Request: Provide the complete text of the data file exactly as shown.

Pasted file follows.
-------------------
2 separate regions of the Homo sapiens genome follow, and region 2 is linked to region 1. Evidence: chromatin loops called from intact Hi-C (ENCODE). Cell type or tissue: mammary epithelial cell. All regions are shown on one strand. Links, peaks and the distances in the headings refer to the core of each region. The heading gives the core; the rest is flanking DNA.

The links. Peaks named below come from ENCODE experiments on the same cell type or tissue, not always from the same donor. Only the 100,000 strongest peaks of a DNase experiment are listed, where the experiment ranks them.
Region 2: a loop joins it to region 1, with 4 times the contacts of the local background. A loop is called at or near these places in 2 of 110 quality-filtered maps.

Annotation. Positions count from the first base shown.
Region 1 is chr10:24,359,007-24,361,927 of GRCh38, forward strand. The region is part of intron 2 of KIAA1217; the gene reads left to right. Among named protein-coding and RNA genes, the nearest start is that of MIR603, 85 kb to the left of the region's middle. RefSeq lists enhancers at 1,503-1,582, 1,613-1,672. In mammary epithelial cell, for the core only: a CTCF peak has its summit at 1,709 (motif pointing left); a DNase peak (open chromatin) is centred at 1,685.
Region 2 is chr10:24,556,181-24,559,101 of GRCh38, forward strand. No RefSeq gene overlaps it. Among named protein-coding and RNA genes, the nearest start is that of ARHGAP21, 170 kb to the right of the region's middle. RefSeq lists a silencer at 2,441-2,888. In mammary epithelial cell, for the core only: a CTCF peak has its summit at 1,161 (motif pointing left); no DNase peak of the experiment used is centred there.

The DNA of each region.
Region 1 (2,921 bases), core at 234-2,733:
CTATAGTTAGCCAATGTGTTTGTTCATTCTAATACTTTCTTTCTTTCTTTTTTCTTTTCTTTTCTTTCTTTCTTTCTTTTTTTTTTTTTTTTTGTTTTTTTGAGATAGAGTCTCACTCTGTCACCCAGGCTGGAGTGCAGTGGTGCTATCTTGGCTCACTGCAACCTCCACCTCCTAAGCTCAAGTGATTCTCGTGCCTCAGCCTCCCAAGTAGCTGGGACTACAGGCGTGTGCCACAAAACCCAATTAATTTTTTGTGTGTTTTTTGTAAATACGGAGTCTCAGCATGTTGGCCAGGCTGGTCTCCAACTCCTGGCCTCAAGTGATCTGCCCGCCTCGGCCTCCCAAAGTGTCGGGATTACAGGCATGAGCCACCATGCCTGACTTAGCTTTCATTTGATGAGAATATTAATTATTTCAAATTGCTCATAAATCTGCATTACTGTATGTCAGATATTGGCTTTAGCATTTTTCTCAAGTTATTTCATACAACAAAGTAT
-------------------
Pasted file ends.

2 separate regions of the Homo sapiens genome follow, and region 2 is linked to region 1. Evidence: chromatin loops called from intact Hi-C (ENCODE). Cell type or tissue: mammary epithelial cell. All regions are shown on one strand. Links, peaks and the distances in the headings refer to the core of each region. The heading gives the core; the rest is flanking DNA.

The links. Peaks named below come from ENCODE experiments on the same cell type or tissue, not always from the same donor. Only the 100,000 strongest peaks of a DNase experiment are listed, where the experiment ranks them.
Region 2: a loop joins it to region 1, with 4 times the contacts of the local background. A loop is called at or near these places in 2 of 110 quality-filtered maps.

Annotation. Positions count from the first base shown.
Region 1 is chr10:24,359,007-24,361,927 of GRCh38, forward strand. The region is part of intron 2 of KIAA1217; the gene reads left to right. Among named protein-coding and RNA genes, the nearest start is that of MIR603, 85 kb to the left of the region's middle. RefSeq lists enhancers at 1,503-1,582, 1,613-1,672. In mammary epithelial cell, for the core only: a CTCF peak has its summit at 1,709 (motif pointing left); a DNase peak (open chromatin) is centred at 1,685.
Region 2 is chr10:24,556,181-24,559,101 of GRCh38, forward strand. No RefSeq gene overlaps it. Among named protein-coding and RNA genes, the nearest start is that of ARHGAP21, 170 kb to the right of the region's middle. RefSeq lists a silencer at 2,441-2,888. In mammary epithelial cell, for the core only: a CTCF peak has its summit at 1,161 (motif pointing left); no DNase peak of the experiment used is centred there.

The DNA of each region.
Region 1 (2,921 bases), core at 234-2,733:
CTATAGTTAGCCAATGTGTTTGTTCATTCTAATACTTTCTTTCTTTCTTTTTTCTTTTCTTTTCTTTCTTTCTTTCTTTTTTTTTTTTTTTTTGTTTTTTTGAGATAGAGTCTCACTCTGTCACCCAGGCTGGAGTGCAGTGGTGCTATCTTGGCTCACTGCAACCTCCACCTCCTAAGCTCAAGTGATTCTCGTGCCTCAGCCTCCCAAGTAGCTGGGACTACAGGCGTGTGCCACAAAACCCAATTAATTTTTTGTGTGTTTTTTGTAAATACGGAGTCTCAGCATGTTGGCCAGGCTGGTCTCCAACTCCTGGCCTCAAGTGATCTGCCCGCCTCGGCCTCCCAAAGTGTCGGGATTACAGGCATGAGCCACCATGCCTGACTTAGCTTTCATTTGATGAGAATATTAATTATTTCAAATTGCTCATAAATCTGCATTACTGTATGTCAGATATTGGCTTTAGCATTTTTCTCAAGTTATTTCATACAACAAAGTAT